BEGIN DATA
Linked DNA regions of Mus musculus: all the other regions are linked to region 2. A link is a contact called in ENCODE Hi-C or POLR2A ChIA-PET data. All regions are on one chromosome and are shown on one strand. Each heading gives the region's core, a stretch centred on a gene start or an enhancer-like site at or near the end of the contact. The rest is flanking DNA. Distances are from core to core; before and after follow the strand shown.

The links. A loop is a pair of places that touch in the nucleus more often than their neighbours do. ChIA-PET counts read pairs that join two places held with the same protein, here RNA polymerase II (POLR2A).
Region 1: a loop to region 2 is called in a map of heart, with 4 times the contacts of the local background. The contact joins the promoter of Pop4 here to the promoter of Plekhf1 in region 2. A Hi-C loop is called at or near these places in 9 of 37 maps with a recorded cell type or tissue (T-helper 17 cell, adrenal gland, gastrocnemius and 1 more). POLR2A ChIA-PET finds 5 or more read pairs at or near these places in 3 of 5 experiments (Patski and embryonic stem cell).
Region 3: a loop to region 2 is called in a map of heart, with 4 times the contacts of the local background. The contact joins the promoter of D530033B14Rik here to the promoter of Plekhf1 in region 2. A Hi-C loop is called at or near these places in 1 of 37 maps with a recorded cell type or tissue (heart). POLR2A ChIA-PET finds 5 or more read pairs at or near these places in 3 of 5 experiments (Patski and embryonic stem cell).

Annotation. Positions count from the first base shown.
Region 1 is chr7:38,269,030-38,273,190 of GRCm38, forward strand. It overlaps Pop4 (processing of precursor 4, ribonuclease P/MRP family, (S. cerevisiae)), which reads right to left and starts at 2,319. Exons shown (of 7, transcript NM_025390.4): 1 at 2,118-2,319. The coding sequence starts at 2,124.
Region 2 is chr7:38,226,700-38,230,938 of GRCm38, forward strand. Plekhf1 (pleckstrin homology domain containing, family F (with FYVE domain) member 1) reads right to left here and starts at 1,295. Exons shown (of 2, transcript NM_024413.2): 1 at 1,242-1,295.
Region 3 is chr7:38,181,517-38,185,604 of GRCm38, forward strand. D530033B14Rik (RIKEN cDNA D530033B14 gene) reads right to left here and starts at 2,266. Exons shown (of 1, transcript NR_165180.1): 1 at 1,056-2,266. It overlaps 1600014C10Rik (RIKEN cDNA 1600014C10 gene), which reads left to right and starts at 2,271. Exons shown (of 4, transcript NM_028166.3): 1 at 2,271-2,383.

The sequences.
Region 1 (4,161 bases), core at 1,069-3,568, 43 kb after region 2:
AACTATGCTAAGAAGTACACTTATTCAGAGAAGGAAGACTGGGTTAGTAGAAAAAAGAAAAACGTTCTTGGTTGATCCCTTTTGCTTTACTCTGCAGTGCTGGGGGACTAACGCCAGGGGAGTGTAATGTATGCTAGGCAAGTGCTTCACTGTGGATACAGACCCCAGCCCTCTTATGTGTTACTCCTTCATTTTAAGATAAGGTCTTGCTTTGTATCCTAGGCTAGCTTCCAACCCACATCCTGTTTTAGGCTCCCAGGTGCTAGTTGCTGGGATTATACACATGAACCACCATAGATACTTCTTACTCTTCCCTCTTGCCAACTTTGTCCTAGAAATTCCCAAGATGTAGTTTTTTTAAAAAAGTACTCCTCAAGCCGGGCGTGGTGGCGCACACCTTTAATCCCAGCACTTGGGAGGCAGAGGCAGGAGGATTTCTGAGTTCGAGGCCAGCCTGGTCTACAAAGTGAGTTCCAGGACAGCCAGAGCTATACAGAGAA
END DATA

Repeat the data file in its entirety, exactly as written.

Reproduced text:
Linked DNA regions of Mus musculus: all the other regions are linked to region 2. A link is a contact called in ENCODE Hi-C or POLR2A ChIA-PET data. All regions are on one chromosome and are shown on one strand. Each heading gives the region's core, a stretch centred on a gene start or an enhancer-like site at or near the end of the contact. The rest is flanking DNA. Distances are from core to core; before and after follow the strand shown.

The links. A loop is a pair of places that touch in the nucleus more often than their neighbours do. ChIA-PET counts read pairs that join two places held with the same protein, here RNA polymerase II (POLR2A).
Region 1: a loop to region 2 is called in a map of heart, with 4 times the contacts of the local background. The contact joins the promoter of Pop4 here to the promoter of Plekhf1 in region 2. A Hi-C loop is called at or near these places in 9 of 37 maps with a recorded cell type or tissue (T-helper 17 cell, adrenal gland, gastrocnemius and 1 more). POLR2A ChIA-PET finds 5 or more read pairs at or near these places in 3 of 5 experiments (Patski and embryonic stem cell).
Region 3: a loop to region 2 is called in a map of heart, with 4 times the contacts of the local background. The contact joins the promoter of D530033B14Rik here to the promoter of Plekhf1 in region 2. A Hi-C loop is called at or near these places in 1 of 37 maps with a recorded cell type or tissue (heart). POLR2A ChIA-PET finds 5 or more read pairs at or near these places in 3 of 5 experiments (Patski and embryonic stem cell).

Annotation. Positions count from the first base shown.
Region 1 is chr7:38,269,030-38,273,190 of GRCm38, forward strand. It overlaps Pop4 (processing of precursor 4, ribonuclease P/MRP family, (S. cerevisiae)), which reads right to left and starts at 2,319. Exons shown (of 7, transcript NM_025390.4): 1 at 2,118-2,319. The coding sequence starts at 2,124.
Region 2 is chr7:38,226,700-38,230,938 of GRCm38, forward strand. Plekhf1 (pleckstrin homology domain containing, family F (with FYVE domain) member 1) reads right to left here and starts at 1,295. Exons shown (of 2, transcript NM_024413.2): 1 at 1,242-1,295.
Region 3 is chr7:38,181,517-38,185,604 of GRCm38, forward strand. D530033B14Rik (RIKEN cDNA D530033B14 gene) reads right to left here and starts at 2,266. Exons shown (of 1, transcript NR_165180.1): 1 at 1,056-2,266. It overlaps 1600014C10Rik (RIKEN cDNA 1600014C10 gene), which reads left to right and starts at 2,271. Exons shown (of 4, transcript NM_028166.3): 1 at 2,271-2,383.

The sequences.
Region 1 (4,161 bases), core at 1,069-3,568, 43 kb after region 2:
AACTATGCTAAGAAGTACACTTATTCAGAGAAGGAAGACTGGGTTAGTAGAAAAAAGAAAAACGTTCTTGGTTGATCCCTTTTGCTTTACTCTGCAGTGCTGGGGGACTAACGCCAGGGGAGTGTAATGTATGCTAGGCAAGTGCTTCACTGTGGATACAGACCCCAGCCCTCTTATGTGTTACTCCTTCATTTTAAGATAAGGTCTTGCTTTGTATCCTAGGCTAGCTTCCAACCCACATCCTGTTTTAGGCTCCCAGGTGCTAGTTGCTGGGATTATACACATGAACCACCATAGATACTTCTTACTCTTCCCTCTTGCCAACTTTGTCCTAGAAATTCCCAAGATGTAGTTTTTTTAAAAAAGTACTCCTCAAGCCGGGCGTGGTGGCGCACACCTTTAATCCCAGCACTTGGGAGGCAGAGGCAGGAGGATTTCTGAGTTCGAGGCCAGCCTGGTCTACAAAGTGAGTTCCAGGACAGCCAGAGCTATACAGAGAA